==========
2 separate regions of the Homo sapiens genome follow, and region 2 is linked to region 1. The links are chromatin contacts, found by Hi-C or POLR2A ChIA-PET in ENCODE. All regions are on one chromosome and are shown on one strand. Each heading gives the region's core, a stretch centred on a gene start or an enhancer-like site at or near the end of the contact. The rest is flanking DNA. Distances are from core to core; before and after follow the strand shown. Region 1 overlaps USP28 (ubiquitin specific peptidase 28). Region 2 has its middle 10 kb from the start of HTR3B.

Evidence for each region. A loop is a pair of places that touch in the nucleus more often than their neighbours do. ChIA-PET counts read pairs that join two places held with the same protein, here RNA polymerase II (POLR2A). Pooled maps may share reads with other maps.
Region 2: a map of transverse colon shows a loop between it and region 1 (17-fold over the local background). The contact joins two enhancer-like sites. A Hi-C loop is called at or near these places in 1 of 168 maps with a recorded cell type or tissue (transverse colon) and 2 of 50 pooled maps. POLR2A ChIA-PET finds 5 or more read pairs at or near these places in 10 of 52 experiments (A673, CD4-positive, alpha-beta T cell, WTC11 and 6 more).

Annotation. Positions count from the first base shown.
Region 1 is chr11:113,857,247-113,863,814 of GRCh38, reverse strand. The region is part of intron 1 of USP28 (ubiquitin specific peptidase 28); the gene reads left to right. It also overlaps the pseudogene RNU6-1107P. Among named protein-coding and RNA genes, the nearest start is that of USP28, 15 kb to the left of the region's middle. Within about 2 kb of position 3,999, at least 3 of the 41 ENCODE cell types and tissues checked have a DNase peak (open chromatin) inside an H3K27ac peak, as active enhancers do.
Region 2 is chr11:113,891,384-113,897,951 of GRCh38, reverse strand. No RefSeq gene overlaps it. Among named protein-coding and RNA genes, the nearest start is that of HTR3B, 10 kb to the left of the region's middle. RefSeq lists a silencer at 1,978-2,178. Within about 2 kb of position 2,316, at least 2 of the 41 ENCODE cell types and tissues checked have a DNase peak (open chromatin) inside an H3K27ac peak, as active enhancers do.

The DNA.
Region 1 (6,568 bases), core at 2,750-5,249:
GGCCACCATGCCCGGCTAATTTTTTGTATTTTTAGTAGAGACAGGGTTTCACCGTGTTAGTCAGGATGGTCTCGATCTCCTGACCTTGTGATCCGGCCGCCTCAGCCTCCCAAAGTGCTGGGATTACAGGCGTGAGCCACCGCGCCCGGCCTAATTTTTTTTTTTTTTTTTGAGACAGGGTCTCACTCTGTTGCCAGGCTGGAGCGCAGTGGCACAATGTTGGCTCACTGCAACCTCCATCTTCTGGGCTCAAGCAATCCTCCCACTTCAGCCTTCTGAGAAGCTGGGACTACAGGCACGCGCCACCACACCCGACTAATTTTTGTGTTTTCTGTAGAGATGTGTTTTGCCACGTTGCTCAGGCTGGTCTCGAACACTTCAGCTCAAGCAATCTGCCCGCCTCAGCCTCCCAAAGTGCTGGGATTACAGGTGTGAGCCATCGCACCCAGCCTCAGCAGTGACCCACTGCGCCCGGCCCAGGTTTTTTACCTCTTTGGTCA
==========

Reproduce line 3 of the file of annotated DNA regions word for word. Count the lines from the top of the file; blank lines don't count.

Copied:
Region 2: a map of transverse colon shows a loop between it and region 1 (17-fold over the local background). The contact joins two enhancer-like sites. A Hi-C loop is called at or near these places in 1 of 168 maps with a recorded cell type or tissue (transverse colon) and 2 of 50 pooled maps. POLR2A ChIA-PET finds 5 or more read pairs at or near these places in 10 of 52 experiments (A673, CD4-positive, alpha-beta T cell, WTC11 and 6 more).